Five thousand apartments and a new football stadium will be built on Kogarah Golf Club‘s course at Arncliffe under revised plans for the Cooks Cove development.
A new golf course and clubhouse will be built to the north of the present site, covering Barton Park and the area occupied by the dilapidated St George Stadium.
The proposal to relocate the stadium and build homes instead of a technology park was revealed by the Leader in April after golf club members were consulted.
Full details have now been released to the community, and a development application for the first stage is due to be lodged in less than two weeks.
The project is being developed by Cook Cove Inlet Pty Ltd, a subsidiary of John Boyd Properties, which has represented the privately owned golf club since the initial master plan was released in 2004.
Senior planner Bernard Gallagher said the 100 hectare site, stretching from Marsh Street, Arncliffe, to Bestic Street, Rockdale, had been been divided into two precincts.
The development application to be lodged this month would be for the southern precinct, providing a new golf course with a clubhouse located near where St George Stadium stands.
Subject to approval, it was hoped to start work in April-May next year and be finished by the end of 2018.
Mr Gallagher said a rezoning application for the northern precinct would be lodged in about March next year.
This would include 5000 apartments and a 750-seat stadium and adjoining field, both with synthetic pitches.
The plans would also include a cafe-restaurant precinct, a park on the edge of Cooks River and a cycle-pedestrian path around both precincts.
Mr Gallagher said a decision on the rezoning application, to be made by the state government, would take about 12 months.
The government and Bayside Council, who own land parcels on the site, had agreed in principle to the plans, he said.
Mr Gallagher said the revised plans were “much better, overall” than those in the approved 2004 masterplan.
He defended the proposed construction of apartment blocks instead of the original idea of creating thousands of jobs in a hi-tech business park.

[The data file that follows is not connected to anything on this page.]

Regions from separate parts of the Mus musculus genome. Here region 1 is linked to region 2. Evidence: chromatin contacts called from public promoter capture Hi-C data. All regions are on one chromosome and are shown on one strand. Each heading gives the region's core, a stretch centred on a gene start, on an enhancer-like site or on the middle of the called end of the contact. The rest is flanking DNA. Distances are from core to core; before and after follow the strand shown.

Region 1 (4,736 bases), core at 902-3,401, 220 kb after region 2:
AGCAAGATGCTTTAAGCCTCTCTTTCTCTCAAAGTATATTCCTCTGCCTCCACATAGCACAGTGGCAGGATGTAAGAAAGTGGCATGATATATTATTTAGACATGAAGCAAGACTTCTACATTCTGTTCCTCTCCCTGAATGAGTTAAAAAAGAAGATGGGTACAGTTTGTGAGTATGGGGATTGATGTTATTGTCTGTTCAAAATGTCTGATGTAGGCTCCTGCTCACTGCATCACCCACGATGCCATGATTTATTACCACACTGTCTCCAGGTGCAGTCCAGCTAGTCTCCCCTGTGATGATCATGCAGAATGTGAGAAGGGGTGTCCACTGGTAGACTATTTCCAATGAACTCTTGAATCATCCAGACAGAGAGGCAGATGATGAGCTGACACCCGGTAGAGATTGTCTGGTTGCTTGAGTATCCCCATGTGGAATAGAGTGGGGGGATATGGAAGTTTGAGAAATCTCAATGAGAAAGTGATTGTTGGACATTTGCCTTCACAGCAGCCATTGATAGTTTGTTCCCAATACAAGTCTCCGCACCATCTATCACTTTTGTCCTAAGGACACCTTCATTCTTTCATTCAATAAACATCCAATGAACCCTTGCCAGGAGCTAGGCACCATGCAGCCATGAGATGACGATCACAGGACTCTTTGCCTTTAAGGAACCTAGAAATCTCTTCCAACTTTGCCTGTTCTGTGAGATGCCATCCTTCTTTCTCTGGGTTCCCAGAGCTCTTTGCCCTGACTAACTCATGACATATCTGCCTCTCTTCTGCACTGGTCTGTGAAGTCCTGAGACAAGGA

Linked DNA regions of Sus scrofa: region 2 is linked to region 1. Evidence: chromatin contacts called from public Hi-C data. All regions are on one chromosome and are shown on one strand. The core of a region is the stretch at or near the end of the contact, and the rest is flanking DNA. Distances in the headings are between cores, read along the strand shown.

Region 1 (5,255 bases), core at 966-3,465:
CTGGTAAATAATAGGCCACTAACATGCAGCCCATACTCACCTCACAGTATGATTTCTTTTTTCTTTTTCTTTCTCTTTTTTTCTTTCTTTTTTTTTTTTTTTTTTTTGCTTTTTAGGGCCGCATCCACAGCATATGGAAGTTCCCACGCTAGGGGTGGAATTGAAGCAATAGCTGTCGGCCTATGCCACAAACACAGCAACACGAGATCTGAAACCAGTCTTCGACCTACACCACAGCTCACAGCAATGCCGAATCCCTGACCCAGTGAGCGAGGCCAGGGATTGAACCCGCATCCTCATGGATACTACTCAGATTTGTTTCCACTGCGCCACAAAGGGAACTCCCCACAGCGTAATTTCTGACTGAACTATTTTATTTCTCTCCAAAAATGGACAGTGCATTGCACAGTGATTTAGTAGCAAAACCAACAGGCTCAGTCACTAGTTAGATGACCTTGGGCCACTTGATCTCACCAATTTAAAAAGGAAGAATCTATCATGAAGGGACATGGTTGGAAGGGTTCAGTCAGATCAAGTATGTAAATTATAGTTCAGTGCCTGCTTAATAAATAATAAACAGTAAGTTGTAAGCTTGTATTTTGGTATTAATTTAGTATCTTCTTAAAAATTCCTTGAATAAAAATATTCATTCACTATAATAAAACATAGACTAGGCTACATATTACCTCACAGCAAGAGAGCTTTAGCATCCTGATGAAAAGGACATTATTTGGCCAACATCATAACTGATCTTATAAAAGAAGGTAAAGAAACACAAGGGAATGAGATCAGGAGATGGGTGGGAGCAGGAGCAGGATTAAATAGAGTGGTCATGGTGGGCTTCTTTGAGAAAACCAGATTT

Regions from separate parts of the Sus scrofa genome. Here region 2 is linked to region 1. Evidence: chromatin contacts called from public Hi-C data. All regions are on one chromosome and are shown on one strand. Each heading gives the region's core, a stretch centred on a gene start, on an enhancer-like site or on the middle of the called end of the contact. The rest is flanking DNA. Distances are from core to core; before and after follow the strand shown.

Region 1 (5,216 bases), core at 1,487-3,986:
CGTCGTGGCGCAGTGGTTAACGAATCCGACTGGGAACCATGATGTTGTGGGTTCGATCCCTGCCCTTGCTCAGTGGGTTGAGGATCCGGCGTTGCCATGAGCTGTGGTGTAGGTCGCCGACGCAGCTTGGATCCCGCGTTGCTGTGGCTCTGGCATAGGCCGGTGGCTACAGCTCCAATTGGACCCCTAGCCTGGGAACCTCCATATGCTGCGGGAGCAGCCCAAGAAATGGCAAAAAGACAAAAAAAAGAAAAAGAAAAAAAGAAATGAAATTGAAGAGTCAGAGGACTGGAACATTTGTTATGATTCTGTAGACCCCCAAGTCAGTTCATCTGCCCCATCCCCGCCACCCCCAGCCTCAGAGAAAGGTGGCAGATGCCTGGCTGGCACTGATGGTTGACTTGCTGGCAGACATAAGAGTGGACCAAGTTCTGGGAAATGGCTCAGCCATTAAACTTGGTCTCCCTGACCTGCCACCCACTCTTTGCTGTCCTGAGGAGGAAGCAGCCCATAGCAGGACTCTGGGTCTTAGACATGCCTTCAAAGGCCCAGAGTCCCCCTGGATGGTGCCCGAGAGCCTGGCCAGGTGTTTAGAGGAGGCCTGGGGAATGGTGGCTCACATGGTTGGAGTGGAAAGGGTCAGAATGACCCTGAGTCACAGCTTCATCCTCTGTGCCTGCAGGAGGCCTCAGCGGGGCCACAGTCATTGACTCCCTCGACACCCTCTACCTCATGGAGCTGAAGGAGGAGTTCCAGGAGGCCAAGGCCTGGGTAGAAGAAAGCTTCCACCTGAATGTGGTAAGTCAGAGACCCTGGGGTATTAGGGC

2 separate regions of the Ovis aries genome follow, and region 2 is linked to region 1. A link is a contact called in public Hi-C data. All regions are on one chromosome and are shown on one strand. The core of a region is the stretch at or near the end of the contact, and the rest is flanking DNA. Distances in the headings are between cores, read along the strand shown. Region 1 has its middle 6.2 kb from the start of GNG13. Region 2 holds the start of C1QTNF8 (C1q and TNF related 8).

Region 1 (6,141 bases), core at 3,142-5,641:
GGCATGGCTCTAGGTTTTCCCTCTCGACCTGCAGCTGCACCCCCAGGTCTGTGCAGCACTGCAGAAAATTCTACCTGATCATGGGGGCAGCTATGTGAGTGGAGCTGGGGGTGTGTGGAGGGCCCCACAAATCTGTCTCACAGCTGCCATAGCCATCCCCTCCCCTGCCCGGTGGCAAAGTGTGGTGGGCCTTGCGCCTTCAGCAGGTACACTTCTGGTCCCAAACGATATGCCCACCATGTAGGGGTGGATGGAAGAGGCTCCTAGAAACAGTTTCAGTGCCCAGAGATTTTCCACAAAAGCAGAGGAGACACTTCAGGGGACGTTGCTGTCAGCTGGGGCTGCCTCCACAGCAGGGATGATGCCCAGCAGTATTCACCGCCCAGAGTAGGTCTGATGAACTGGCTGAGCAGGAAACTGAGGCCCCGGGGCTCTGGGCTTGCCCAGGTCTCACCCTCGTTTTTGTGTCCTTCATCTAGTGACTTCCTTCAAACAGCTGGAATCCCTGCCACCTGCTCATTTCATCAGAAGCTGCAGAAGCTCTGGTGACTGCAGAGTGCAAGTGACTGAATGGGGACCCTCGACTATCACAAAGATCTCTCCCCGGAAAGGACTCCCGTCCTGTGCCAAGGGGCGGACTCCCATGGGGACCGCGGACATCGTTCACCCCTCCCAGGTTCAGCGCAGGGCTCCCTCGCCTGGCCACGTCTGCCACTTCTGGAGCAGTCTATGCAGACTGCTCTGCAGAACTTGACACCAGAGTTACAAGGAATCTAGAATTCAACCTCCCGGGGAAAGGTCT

“There will still be an element of employment, but all of the research we have done over the last five years is that style of employment is really not viable on the site anymore,” he said.
“That was a thought in time, in the late 1990s, early 2000s, when hi-tech industries were the go, and since then there has been a change in attitude and a lot of those businesses are staying close to the city in places like Surry Hills and Redfern.
“The other big change is the airport does a lot of employment and retail on their own site.”
Mr Gallagher said they had “not got to the stage” of deciding the heights of apartments blocks.
He said the project would provide many environmental improvements, including “a whole range of open space opportunities”.
“The benefit is it will be much closer to the growing population in Wolli Creek and Arncliffe,” he said.
“There are a lot of people moving into the area and it is going to open up a lot of foreshore that has been locked up for a long time.”
Mr Gallagher said a site on Cooks River, which at present was overgrown and strewn with burn-out cars, would become Headland Park.
A shared cycle-pedestrian path around Cooks Cove would link to the regional cycleway, with a new bridge to be built across Muddy Creek to Kyeemagh.
The bridge would have a clearance for boats of about four metres, which was the same allowance with the bridge on General Holmes Drive.
Mr Gallagher said a dog walking park, foreshore walk and “even a school if there is a need” were among potential open space opportunities.
Subject to approval, soil excavated for the M5 East duplication as part of WestConnex will be used to cap and fill the southern precinct site, which is heavily contaminated from being used as a council tip and night soil site.
Mr Gallagher said a road would be built internally between the WestConnex works compound on the present golf course to the southern precinct.
This would save up to 50,000 truck movements on local roads.
Mr Gallagher said work on the southern precinct would also greatly improve the water quality of Cooks River.
Leachate resulting from previous uses, which at present made its way into the river, would in future be captured, treated and re-used to irrigate the new golf course.
Mr Gallagher said wetlands would be rehabilitated and habitats of Green and Golden Bell Frogs and migratory wading birds improved.
He said about 50 nearby residents had attended a community information session.
Kogarah Golf Club, which was founded in 1929, moved to Arncliffe in 1956 after selling its original course next to Moorefield Racecourse to the Education Department.
Mr Gallagher said they looked at preserving the building, but it will be demolished.